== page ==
Professional librarian, amateur (but published) writer, dabbler in fiber arts, owned by horses, sheep, dogs, cats. Old enough to know better, still don't care.
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Smashwords book reviews by Altivo Overo
on March 25, 2011
In a word, superb. A bright point of light in the truedark. As usual, we learn something about our own culture from the alien ways of the Jokka. But are they so alien? I think not.
This story will speak to anyone who has ever crossed the barbed wire boundaries of gender in any way. It should also enlighten anyone who objects to such crossings. Art, imagination, and creativity spring from those who dare to violate those lines.
- Anadi Dolls
on Aug. 17, 2011
A superb and powerful look into the walls between gender roles, and one that is just as applicable to humans as to Jokka, alas. There is more to it, than that, though. The story is one of becoming, of transcending the barriers that we all too often set for ourselves even more rigidly than society imposes them upon us. A true, and unusual coming-of-age story, and a pleasure to read more than once.
on Aug. 17, 2011
A worthy follow-up to "Unspeakable" though (and this is NOT a fault) the story turns in directions I found uncomfortable. The development of Tañel's character continues apace, while Ekkuli turns out to be more (or different) than we might have expected. Be sure to read "Unspeakable" first to give this story the full weight it deserves.
- His Neuter Face
on Aug. 20, 2011
This tale of finding oneself and purpose is another deep insight into not only the Jokka culture and individual character, but ourselves as well. Born anadi, turned eperu, Tafeth has self doubts but becomes whole in the context of a completed triad, once the other two elements are found and matched properly.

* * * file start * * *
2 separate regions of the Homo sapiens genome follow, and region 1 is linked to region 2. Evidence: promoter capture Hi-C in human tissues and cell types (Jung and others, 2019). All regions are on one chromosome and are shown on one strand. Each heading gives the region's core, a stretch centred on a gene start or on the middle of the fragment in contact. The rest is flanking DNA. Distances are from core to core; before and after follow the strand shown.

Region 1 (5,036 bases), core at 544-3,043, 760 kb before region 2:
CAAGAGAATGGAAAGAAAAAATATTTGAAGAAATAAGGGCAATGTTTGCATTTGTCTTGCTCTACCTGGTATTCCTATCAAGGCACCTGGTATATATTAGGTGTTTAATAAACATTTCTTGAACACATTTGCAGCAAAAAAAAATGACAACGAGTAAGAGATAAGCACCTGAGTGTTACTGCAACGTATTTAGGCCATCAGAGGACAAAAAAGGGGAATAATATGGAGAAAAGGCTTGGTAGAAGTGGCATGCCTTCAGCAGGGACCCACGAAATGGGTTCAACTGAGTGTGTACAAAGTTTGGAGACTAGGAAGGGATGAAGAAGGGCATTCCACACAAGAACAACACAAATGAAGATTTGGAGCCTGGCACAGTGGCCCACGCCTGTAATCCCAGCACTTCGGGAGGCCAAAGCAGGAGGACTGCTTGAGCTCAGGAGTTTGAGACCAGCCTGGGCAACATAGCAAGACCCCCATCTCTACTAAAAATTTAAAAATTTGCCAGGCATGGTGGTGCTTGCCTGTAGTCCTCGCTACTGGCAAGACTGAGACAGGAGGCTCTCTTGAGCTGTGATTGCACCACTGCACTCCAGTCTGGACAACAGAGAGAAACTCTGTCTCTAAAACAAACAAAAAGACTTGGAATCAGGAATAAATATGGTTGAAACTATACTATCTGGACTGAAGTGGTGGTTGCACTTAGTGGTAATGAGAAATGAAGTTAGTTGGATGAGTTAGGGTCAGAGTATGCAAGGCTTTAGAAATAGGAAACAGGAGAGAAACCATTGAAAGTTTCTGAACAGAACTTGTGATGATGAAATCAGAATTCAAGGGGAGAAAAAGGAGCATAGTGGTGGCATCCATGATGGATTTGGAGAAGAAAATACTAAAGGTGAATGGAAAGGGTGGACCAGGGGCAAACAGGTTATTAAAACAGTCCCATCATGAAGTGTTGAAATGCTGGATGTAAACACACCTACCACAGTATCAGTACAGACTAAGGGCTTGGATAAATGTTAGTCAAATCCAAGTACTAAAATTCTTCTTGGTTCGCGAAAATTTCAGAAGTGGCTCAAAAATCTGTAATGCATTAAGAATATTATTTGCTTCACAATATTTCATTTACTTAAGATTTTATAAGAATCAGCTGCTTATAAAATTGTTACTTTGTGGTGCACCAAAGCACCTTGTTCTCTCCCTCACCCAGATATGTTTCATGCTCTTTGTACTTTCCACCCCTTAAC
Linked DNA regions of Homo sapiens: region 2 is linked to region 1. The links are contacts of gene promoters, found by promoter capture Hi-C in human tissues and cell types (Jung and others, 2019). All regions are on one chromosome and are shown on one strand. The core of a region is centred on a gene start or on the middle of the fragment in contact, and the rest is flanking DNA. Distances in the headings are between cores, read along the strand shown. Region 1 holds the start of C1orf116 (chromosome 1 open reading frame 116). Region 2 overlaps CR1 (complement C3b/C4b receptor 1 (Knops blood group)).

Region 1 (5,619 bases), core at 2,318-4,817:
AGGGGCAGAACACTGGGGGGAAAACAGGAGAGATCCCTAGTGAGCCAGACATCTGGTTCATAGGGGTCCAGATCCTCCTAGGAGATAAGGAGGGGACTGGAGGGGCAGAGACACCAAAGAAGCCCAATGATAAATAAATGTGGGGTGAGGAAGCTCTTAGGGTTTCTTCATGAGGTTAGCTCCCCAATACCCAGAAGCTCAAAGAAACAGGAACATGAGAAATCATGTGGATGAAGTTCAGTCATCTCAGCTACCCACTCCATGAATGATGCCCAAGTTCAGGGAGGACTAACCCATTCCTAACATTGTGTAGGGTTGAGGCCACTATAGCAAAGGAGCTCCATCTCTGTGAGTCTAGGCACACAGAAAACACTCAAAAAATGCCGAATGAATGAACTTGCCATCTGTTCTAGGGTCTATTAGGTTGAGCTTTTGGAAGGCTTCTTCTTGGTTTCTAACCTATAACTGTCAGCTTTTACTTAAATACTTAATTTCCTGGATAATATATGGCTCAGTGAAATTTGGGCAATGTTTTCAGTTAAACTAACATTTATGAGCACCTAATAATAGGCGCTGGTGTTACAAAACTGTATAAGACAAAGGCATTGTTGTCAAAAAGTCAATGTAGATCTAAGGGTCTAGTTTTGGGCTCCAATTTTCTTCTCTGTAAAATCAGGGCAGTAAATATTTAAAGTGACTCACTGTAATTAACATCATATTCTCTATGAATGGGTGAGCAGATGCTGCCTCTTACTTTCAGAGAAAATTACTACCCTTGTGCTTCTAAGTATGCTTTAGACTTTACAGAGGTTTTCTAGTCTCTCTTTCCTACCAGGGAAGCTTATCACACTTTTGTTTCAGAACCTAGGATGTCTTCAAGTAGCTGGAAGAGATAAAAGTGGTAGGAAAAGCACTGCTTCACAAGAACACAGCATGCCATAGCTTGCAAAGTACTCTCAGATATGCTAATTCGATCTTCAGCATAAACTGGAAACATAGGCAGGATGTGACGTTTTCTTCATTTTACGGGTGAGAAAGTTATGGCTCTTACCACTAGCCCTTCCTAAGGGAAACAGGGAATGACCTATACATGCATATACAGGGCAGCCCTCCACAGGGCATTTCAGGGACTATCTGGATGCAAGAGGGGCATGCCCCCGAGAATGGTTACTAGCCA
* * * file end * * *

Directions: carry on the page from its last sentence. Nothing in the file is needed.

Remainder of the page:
- In the Doghouse of Justice
on Dec. 06, 2012
Light entertainment in a furry vein from Kyell Gold. The illustrations and the text are both great. Unfortunately, the formatting has some problems in Calibre and on my Kobo. The artwork sometimes lays over the top of the text, obscuring it so it can't be read.
Four stars for content, but only one for layout.
on April 09, 2013
Bridges tells a sweet and sad story that includes loss and separation as well as the joys of new friends and relationships set against a backdrop of gay life in a big city. Kyell Gold is a master of character development and does a fine job on his major characters here. You'll like every one of them in the end, I think. It all comes to a satisfying conclusion, though you may wish to hear more about some of these folks.
Furry characters, though much of the plot doesn't depend on that. We are tipped off by the more developed senses of smell and hearing that the canids enjoy, but the story might have been the same had the participants been human. Nonetheless, for those of us who enjoy a furry cast, this is great fun and will be read more than once.